Eban Abba (1915-2002)

orator, Israeli statesman and diplomat, Foreign Minister from 1966 to 1974

Abba Eban was born in Cape Town, South Africa, and brought up in England. He studied oriental languages and classics at Cambridge University, England, where he was a lecturer in Arabic from 1938 to 1940. He was already a public speaker of caliber and renowned for his presence at debates on the Middle East.

During World War II he served in the British Army in Egypt and Mandate Palestine, becoming an intelligence officer in Jerusalem, where he coordinated and trained volunteers for resistance in the event of a German invasion.

In 1946, the Jewish Agency appointed him political information officer in London, where he participated in the negotiations with the British government and the UN concerning the establishment of the State of Israel.

When Israel became independent in 1948, he was appointed its first Ambassador at the UN.

From 1950 until 1959 Eban was both Israel's ambassador in Washington, D.C., and chief delegate to the UN. On his return to Israel in 1959, Eban was elected to the Knesset as a member of the Mapai party, and served under David Ben-Gurion as Minister of Education and Culture from 1960 to 1963.

From 1963 to 1966, he was deputy to Prime Minister Levi Eshkol. He was also president of the Weizmann Institute at Rehovot from 1959 to 1966.

As Israel's Foreign Minister from February 1966 to 1974, Eban tried to strengthen relations with the United States and to associate Israel with the European Economic Community.

During and after the Six-Day War of June 1967, he led Israel's diplomatic struggle in the UN. Following the Yom Kippur War of October 1973, Abba Eban helped bring about a disengagement of Egyptian and Israel forces in Sinai. 

Eban continued to serve in succeeding Knessets, but outside the ministerial sphere, as a member and later as Chairman of the Foreign Affairs and Defense Committee, until he retired from politics in 1988. He was widely admired for his brilliant oratory outside Israel and his statesmanship at the UN on Israel's behalf, including some dramatic oratory. He wrote a scathing article on the infamous UN "Zionism=Racism" Resolution in 1975. 

A figure of multiple accomplishments, Eban was fluent in ten languages, with the dual vocation of statesman and erudite academic. Throughout his career, he found time to publish meticulous and detailed historical works based on his vast knowledge and personal experience.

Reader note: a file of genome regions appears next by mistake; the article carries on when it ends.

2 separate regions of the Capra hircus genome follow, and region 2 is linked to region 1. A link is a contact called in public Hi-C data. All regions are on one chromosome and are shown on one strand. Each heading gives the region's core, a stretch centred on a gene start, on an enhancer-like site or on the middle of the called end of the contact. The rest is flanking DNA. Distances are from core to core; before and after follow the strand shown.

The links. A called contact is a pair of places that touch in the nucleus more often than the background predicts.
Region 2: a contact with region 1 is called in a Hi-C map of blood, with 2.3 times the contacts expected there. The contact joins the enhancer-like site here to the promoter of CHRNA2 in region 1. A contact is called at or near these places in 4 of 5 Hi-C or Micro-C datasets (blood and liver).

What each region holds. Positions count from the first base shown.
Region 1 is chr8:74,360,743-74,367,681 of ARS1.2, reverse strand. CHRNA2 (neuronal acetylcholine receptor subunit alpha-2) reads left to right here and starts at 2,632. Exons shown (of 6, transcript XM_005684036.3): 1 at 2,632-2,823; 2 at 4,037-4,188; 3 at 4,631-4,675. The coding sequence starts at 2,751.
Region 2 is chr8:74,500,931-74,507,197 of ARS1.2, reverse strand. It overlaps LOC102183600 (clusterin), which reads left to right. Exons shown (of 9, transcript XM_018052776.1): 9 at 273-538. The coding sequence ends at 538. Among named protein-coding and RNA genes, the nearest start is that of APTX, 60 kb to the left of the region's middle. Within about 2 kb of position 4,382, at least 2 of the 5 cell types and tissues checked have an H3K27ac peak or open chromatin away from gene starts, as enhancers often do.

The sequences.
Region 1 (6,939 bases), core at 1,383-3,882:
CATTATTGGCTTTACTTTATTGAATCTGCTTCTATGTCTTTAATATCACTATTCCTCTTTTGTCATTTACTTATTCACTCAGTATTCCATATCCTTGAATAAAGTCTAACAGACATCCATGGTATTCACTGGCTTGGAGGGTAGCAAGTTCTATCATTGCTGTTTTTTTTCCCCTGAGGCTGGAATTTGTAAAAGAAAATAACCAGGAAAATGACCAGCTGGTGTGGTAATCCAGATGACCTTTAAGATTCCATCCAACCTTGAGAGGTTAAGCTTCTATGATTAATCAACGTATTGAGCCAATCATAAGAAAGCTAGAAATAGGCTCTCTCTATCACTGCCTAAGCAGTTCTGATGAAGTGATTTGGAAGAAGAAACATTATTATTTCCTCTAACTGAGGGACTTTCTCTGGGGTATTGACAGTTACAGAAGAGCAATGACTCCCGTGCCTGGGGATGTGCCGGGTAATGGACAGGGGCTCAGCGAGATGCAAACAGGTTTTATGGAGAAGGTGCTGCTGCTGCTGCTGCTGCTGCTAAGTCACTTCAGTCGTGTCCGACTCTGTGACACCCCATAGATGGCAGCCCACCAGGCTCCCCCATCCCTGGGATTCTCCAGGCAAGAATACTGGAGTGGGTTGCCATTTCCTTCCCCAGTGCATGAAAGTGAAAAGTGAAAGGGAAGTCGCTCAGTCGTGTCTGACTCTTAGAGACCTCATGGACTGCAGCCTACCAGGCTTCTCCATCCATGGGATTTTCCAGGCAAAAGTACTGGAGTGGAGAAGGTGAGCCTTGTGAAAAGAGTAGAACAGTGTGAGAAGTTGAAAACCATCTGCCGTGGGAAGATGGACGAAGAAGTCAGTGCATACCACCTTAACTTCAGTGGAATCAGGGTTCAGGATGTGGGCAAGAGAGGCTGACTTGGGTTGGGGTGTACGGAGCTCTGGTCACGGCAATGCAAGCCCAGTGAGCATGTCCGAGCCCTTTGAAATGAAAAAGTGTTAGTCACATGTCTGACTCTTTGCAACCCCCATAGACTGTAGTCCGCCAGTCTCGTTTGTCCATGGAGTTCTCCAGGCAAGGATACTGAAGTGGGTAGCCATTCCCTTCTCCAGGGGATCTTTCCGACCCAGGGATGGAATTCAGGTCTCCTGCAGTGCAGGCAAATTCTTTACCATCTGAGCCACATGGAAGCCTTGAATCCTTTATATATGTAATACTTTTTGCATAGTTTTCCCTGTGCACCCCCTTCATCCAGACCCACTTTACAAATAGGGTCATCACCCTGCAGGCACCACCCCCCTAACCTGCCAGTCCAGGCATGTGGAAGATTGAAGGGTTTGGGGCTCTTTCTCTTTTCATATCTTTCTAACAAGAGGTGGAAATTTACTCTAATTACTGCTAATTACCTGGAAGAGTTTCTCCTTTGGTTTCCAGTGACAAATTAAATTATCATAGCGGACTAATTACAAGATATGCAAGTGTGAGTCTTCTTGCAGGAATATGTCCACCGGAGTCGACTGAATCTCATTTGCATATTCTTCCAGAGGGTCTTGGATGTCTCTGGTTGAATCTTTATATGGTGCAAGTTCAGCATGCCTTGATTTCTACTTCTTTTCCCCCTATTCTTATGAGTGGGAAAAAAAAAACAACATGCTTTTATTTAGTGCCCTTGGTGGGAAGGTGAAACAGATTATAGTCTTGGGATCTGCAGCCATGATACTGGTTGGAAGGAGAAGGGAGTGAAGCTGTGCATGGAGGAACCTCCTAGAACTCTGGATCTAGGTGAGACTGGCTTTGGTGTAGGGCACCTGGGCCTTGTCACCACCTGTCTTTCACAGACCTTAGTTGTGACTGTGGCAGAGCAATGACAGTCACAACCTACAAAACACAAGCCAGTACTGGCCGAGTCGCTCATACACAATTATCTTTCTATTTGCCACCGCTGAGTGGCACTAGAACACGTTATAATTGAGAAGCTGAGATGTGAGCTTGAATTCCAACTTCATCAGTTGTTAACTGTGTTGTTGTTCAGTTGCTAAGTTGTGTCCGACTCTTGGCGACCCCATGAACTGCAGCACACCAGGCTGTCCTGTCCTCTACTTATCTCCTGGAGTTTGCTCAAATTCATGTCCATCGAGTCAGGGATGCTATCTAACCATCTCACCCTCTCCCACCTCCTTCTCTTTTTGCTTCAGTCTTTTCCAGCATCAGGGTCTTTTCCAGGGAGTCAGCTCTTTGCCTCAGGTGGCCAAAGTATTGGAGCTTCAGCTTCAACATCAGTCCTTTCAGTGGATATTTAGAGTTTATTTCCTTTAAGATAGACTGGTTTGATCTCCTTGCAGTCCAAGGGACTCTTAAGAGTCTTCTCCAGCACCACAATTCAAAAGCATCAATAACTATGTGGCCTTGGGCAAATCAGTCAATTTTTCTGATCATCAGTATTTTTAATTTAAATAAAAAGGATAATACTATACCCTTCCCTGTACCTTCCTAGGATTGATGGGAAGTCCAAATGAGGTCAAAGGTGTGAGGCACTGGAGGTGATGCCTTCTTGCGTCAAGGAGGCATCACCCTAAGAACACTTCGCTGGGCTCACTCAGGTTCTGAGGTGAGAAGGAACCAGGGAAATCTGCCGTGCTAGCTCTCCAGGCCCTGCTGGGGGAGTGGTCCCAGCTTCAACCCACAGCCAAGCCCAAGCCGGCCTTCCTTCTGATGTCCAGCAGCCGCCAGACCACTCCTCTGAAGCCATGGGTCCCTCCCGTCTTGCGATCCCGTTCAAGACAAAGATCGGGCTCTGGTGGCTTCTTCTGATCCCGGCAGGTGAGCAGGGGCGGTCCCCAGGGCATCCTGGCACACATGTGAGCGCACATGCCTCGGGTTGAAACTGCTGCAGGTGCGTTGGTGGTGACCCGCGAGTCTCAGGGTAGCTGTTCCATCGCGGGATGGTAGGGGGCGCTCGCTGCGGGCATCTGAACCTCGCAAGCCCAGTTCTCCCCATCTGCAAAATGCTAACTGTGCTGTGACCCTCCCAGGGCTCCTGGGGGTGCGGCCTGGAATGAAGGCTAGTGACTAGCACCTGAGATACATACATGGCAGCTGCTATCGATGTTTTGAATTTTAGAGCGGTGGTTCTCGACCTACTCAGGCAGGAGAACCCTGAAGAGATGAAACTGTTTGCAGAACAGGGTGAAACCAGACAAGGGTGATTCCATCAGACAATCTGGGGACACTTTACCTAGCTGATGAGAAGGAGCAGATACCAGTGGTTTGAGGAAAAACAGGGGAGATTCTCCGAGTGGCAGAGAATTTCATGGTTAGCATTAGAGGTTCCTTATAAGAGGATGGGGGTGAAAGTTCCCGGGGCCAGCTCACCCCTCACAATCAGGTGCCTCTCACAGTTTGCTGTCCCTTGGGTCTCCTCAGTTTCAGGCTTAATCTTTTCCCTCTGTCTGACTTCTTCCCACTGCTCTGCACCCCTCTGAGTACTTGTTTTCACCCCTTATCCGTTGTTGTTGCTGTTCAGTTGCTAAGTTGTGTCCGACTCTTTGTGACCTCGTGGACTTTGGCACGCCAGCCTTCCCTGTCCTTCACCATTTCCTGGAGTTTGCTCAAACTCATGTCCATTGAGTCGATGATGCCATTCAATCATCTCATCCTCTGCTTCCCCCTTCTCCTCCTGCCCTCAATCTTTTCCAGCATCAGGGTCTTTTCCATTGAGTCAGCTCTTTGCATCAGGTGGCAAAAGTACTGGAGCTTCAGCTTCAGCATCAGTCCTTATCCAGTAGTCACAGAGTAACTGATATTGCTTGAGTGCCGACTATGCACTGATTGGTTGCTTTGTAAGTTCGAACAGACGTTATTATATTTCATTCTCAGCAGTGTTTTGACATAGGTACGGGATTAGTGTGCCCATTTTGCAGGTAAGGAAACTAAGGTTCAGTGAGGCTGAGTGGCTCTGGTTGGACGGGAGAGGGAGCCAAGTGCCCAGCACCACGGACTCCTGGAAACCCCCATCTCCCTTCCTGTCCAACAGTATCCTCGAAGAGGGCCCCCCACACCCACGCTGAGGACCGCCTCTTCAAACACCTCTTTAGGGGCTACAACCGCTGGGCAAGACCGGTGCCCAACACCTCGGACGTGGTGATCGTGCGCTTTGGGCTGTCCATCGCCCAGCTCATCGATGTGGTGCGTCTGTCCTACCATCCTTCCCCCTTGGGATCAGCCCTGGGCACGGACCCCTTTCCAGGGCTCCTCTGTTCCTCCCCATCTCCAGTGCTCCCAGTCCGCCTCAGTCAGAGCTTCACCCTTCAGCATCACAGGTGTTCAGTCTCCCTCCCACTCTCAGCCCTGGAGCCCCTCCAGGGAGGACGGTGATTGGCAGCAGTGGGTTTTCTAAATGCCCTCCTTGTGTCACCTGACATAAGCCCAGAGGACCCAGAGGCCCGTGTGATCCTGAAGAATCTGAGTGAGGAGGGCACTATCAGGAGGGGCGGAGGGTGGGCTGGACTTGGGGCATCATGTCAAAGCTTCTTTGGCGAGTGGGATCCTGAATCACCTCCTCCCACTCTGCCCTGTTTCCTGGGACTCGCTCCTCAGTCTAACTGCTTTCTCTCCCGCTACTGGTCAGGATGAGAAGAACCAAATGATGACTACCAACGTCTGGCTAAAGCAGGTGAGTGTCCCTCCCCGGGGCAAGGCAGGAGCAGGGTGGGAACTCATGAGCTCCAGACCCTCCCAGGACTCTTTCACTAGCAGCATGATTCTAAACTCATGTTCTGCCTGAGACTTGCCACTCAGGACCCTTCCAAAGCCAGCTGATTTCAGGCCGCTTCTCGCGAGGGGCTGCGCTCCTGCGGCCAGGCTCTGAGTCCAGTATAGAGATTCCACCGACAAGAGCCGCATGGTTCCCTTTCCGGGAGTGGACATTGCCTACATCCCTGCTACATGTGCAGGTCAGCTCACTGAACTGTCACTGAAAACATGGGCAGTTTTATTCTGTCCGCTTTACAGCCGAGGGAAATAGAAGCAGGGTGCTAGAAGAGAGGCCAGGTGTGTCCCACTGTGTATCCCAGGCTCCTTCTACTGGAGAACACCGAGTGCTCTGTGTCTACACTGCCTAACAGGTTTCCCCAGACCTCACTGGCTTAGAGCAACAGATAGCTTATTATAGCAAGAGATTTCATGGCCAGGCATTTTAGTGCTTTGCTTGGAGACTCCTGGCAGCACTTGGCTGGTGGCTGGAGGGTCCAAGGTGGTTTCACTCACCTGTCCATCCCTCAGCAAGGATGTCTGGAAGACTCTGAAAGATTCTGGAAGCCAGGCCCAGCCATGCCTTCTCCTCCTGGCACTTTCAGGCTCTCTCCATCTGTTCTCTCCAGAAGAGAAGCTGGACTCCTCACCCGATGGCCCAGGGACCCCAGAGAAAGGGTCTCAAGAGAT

His books include Voice of Israel (1957); My People (1969); My Country (1972), and Personal Witness (1992), as well as An Autobiography. After his retirement, he was able to dedicate more time to writing and lecturing, including essays and books The New Diplomacy and Diplomacy for the Next Century (1998), but his major landmarks were his involvement in the creation of three major historical television documentary series about the Jewish People and Israel, in which his remarkable voice rings througout the narration with elegance and confidence. The first two were for Israel Television: Heritage: Civilization and the Jews; Personal Witness: A Nation is Born; and The Brink of Peace was produced with PBS. 

In 2001, Abba Eban was awarded the Israel Prize for his lifetime achievement, but his wife received the prize on his behalf, as he was too ill to attend the ceremony. He also held twenty honorary doctorates and was a member of the American Academy of Arts and Sciences. He passed away, aged 87, on Sunday November 17th - 12th Kislev 5763. He is survived by his wife, his son and his daughter.

Israel Ministry of Foreign Affairs webserver: 


  1. Biography: http://www.mfa.gov.il/mfa/go.asp?MFAH010p0
  2. Armistice Agreements - Statement to the Security Council 4 August 1949
  3. Egyptian Blockade of the Suez Canal - Statement to the Security Council 13 October 1956
  4. The Arab Boycott and the Armistice - Israel Year Book 1966 [excerpts]
  5. The Six Day War - Statement to the Security Council 6 June 1967 http://www.mfa.gov.il/mfa/go.asp?MFAH0dyv0
  6. On Jerusalem and the Holy Places, Letter to UN Secretary General, U Thant  15 November 1971
  7. The Yom Kippur War - Statement to the General Assembly 8 October 1973
  8. UN General Assembly Resolution 3379 (XXX) [on Zionism is Racism] 10 November 1975
  9. UN General Assembly Resolution 46/86 [Revocation of Resolution 3379] 16 December 1991

Queen's College, Cambridge:

Biographical - primarily early and academic life

Abba Eban's article equating Anti-Semitism and Anti-Zionism [excerpt]:


"There is no difference whatever between Anti-Semitism and the denial of Israel's statehood. Classical Anti-Semitism denies the equal right of Jews as citizens within society. Anti-Zionism denies the equal rights of the Jewish people its lawful sovereignty within the community of nations. The common principle in the two cases is discrimination." 
Abba Eban, New York Times, November 3, 1975






Share           PRINT   
02 May 2005 / 23 Nisan 5765 0